Nutrition to Reduce Embryo Mortality

Dr Susan Robertson - Charles Sturt University

Type: Research Paper
Knowledge level: Advanced

Farm Table says:

Flushing ewes on lucerne? Be sure to read this.

Management in short-term flushed ewes

What is the problem?

Flushing on lucerne pasture has been recommended as a means of increasing the number of lambs born, but there has been a concern in the sheep industry that grazing lucerne during joining causes embryo mortality.

What did the research involve?

MLA funded two studies which aimed to determine whether the quantity of lucerne consumed altered fetal numbers and whether removal of ewes from lucerne during early pregnancy would increase or decrease fetal numbers.

What were the key findings?

  • Artificially inseminated ewes are best fed at maintenance levels after insemination to maximise foetal numbers
  • Grazing naturally cycling ewes on leafy lucerne pasture for 7 days before joining and the first 7 days of an autumn joining can produce large increases in twinning rates and the number of lambs born. The level of response will vary with the quality and quantity of Lucerne
  • Naturally cycling ewes can remain on lucerne throughout joining without risking a reduction in foetal numbers, but there may be no increase in foetal numbers if most ewes mate and fall pregnant in the first 14 days of joining. This means that if there is a limited quantity of lucerne, ewes can be removed from Lucerne at day 7 of joining while still gaining an increase in the number of foetuses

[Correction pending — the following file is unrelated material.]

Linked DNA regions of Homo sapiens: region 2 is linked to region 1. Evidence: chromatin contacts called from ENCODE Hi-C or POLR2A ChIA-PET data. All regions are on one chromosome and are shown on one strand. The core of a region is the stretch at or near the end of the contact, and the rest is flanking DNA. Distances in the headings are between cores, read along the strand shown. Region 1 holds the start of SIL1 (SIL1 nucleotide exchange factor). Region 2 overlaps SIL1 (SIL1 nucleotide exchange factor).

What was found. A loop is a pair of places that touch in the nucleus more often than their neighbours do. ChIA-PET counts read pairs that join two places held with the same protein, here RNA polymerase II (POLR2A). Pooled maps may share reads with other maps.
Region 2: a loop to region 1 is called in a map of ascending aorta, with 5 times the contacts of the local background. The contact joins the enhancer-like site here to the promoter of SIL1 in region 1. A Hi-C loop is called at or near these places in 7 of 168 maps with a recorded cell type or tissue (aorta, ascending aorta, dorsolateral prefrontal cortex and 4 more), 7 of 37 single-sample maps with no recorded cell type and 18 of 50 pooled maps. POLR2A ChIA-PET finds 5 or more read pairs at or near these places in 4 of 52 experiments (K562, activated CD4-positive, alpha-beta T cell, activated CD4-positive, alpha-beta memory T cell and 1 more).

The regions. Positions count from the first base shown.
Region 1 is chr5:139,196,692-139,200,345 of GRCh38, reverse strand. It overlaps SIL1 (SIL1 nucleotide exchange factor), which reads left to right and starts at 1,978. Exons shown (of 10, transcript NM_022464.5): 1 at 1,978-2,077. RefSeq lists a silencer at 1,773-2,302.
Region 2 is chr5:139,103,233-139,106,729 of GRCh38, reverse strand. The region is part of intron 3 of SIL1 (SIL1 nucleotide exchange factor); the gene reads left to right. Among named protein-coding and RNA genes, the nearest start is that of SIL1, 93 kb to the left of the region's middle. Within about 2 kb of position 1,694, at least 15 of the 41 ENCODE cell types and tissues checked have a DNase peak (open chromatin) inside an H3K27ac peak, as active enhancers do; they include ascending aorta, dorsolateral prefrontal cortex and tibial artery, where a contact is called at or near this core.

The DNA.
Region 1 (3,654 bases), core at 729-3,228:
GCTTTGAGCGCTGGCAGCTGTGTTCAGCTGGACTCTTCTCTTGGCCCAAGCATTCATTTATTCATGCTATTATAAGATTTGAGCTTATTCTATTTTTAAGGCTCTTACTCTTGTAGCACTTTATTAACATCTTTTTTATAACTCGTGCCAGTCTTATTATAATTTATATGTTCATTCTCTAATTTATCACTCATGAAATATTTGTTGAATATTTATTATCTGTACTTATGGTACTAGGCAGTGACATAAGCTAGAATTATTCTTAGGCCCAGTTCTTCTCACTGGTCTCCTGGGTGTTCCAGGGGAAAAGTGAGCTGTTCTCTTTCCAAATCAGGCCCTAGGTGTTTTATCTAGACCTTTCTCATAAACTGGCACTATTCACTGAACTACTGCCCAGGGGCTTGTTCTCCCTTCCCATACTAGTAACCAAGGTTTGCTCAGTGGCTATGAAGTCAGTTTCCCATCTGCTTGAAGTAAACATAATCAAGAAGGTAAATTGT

• Avoid grazing lucerne heavily infected with fungus or aphids – this is known to reduce ovulation rates in ewes
  • Higher twinning rates result from flushing – producers need to appropriately manage the higher nutritional needs of twin-bearing ewes and twin-born lambs, and lamb survival, to gain the most benefit from flushing ewes

Final Comment

By giving more attention to nutritional management on ewes either artificially or naturally cycling will determine a farmer’s success rate in productivity. By following this study, embryo mortality rate is ensured for success.

2015 - Australia - Dr Susan Robertson - Charles Sturt University
Read ArticleSave For Later

Related Resources